Ethereum’s Ropsten test network set for Merge ‘Dress Rehearsal’
Crypto News

Ethereum’s Ropsten test network set for Merge ‘Dress Rehearsal’

BTC Peers Reporter

Earlier this week, Tim Beiko, the Community Manager at Ethereum Foundation took to Twitter to share news of a Merge ‘Dress Rehearsal’ slated to happen on Ethereum’s Ropsten testnet network.

Ropsten, which is Ethereum’s oldest proof-of-work testnet, will be the first testnet to run through the Merge as the blockchain makes the shift from proof-of-work to a proof-of-stake consensus.

Work has been ongoing for several years to migrate the Ethereum blockchain to a proof-of-stake (PoS) consensus algorithm, and now the team is at the final stages of testing.

According to Beiko, a new beacon chain has been launched, and the Merge is expected to happen around June 8th. He referred to the news as a “first dress rehearsal” for miners.

The Ethereum core developer went on to post a nine-tweet thread detailing all the technicalities miners need to be aware of concerning the Merge. He told developers that no real change should be expected post-Merge.

However, Ropsten’s newly-launched beacon chain will have to go through a “Bellatrix” upgrade before it can be compatible with Merge. Thereafter, a Terminal Total Difficulty (TTD) value, used for node configuration, will be chosen by miners to set the transition in motion.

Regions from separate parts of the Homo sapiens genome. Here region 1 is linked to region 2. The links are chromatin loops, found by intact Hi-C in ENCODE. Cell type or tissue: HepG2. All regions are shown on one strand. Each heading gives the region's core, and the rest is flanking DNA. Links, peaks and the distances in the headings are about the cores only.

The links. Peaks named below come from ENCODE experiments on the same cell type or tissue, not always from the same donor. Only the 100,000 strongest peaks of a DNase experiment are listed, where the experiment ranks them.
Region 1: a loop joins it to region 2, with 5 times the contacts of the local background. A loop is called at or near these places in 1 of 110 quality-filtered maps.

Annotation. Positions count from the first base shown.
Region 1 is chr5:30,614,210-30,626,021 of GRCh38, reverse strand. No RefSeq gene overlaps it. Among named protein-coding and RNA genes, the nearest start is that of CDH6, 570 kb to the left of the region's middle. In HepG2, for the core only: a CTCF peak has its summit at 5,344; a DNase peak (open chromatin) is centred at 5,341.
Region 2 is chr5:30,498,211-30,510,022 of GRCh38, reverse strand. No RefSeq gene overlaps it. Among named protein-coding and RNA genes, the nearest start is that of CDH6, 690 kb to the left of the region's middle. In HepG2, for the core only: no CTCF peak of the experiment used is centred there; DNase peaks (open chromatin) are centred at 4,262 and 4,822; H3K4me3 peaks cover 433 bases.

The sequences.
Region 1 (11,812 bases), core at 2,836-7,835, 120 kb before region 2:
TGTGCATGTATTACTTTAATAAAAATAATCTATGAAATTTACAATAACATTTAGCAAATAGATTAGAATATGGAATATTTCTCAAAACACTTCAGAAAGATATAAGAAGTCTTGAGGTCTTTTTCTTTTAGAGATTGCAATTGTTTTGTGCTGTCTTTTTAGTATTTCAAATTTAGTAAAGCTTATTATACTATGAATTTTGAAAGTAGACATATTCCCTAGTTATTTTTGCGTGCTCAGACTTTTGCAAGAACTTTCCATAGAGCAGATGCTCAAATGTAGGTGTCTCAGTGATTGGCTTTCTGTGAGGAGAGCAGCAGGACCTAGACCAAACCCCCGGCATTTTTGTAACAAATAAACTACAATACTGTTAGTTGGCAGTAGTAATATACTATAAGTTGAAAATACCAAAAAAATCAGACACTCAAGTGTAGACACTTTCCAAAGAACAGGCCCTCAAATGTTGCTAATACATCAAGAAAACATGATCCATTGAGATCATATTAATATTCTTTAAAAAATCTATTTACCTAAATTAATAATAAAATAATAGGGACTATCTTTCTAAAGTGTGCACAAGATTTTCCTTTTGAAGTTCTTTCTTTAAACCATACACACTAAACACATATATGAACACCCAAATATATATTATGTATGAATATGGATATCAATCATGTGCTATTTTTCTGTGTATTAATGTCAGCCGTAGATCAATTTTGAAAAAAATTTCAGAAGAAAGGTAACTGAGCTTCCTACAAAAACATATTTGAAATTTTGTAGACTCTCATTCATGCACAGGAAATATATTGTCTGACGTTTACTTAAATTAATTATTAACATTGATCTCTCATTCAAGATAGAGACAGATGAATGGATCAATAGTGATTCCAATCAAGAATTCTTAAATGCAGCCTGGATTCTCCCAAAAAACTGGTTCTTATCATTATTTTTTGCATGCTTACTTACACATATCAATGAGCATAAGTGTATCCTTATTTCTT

An Ethereum blog postfurther revealed that two more testnets (Goerli and Sepolia) are set to follow immediately after the Ropsten transition before the network shifts its focus to the mainnet.

Other testnets like Rinkeby and Kovan may be maintained and upgraded separately by the community but will no longer be monitored by client developers.

In a bid to help facilitate a hitch-free transition, the Ethereum Foundation has gone on to increase its bug bounty payouts.

The Merge is arguably the most highly anticipated milestone in Ethereum’s network history. It will make the network far more energy-efficient and also rename the Consensus Layer previously referred to as Eth2. Unfortunately, Merge will not reduce gas fees on the network, to the dismay of thousands of Ethereum users.